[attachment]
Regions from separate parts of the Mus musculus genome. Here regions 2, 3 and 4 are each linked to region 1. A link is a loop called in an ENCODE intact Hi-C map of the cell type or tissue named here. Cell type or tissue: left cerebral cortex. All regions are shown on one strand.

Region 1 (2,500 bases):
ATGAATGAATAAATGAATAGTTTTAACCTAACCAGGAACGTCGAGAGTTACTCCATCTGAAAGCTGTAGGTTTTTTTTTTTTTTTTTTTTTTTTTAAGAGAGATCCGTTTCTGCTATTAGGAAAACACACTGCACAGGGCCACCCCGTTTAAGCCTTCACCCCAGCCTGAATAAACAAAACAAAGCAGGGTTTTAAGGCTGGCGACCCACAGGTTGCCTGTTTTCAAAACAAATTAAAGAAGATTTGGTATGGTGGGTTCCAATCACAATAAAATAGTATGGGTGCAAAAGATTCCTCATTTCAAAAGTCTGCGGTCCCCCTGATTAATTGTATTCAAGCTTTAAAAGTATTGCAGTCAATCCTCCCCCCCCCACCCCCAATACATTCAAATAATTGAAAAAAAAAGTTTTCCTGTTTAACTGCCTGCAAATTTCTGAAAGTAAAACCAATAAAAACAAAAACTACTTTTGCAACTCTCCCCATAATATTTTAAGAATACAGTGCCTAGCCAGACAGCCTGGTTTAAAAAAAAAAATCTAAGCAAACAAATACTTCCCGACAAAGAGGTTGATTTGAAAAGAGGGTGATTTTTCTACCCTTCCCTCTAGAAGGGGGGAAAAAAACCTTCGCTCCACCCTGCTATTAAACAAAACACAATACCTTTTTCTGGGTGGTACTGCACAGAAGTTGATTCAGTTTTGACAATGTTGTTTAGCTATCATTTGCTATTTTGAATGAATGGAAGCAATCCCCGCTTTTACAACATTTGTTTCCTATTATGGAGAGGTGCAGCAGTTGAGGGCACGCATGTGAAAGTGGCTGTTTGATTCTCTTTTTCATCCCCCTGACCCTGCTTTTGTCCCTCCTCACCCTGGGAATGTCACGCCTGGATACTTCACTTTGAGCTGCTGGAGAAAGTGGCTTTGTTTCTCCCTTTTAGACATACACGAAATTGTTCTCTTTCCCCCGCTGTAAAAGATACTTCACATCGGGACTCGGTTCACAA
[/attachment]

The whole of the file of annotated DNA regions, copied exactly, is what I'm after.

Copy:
Regions from separate parts of the Mus musculus genome. Here regions 2, 3 and 4 are each linked to region 1. A link is a loop called in an ENCODE intact Hi-C map of the cell type or tissue named here. Cell type or tissue: left cerebral cortex. All regions are shown on one strand.

Region 1 (2,500 bases):
ATGAATGAATAAATGAATAGTTTTAACCTAACCAGGAACGTCGAGAGTTACTCCATCTGAAAGCTGTAGGTTTTTTTTTTTTTTTTTTTTTTTTTAAGAGAGATCCGTTTCTGCTATTAGGAAAACACACTGCACAGGGCCACCCCGTTTAAGCCTTCACCCCAGCCTGAATAAACAAAACAAAGCAGGGTTTTAAGGCTGGCGACCCACAGGTTGCCTGTTTTCAAAACAAATTAAAGAAGATTTGGTATGGTGGGTTCCAATCACAATAAAATAGTATGGGTGCAAAAGATTCCTCATTTCAAAAGTCTGCGGTCCCCCTGATTAATTGTATTCAAGCTTTAAAAGTATTGCAGTCAATCCTCCCCCCCCCACCCCCAATACATTCAAATAATTGAAAAAAAAAGTTTTCCTGTTTAACTGCCTGCAAATTTCTGAAAGTAAAACCAATAAAAACAAAAACTACTTTTGCAACTCTCCCCATAATATTTTAAGAATACAGTGCCTAGCCAGACAGCCTGGTTTAAAAAAAAAAATCTAAGCAAACAAATACTTCCCGACAAAGAGGTTGATTTGAAAAGAGGGTGATTTTTCTACCCTTCCCTCTAGAAGGGGGGAAAAAAACCTTCGCTCCACCCTGCTATTAAACAAAACACAATACCTTTTTCTGGGTGGTACTGCACAGAAGTTGATTCAGTTTTGACAATGTTGTTTAGCTATCATTTGCTATTTTGAATGAATGGAAGCAATCCCCGCTTTTACAACATTTGTTTCCTATTATGGAGAGGTGCAGCAGTTGAGGGCACGCATGTGAAAGTGGCTGTTTGATTCTCTTTTTCATCCCCCTGACCCTGCTTTTGTCCCTCCTCACCCTGGGAATGTCACGCCTGGATACTTCACTTTGAGCTGCTGGAGAAAGTGGCTTTGTTTCTCCCTTTTAGACATACACGAAATTGTTCTCTTTCCCCCGCTGTAAAAGATACTTCACATCGGGACTCGGTTCACAA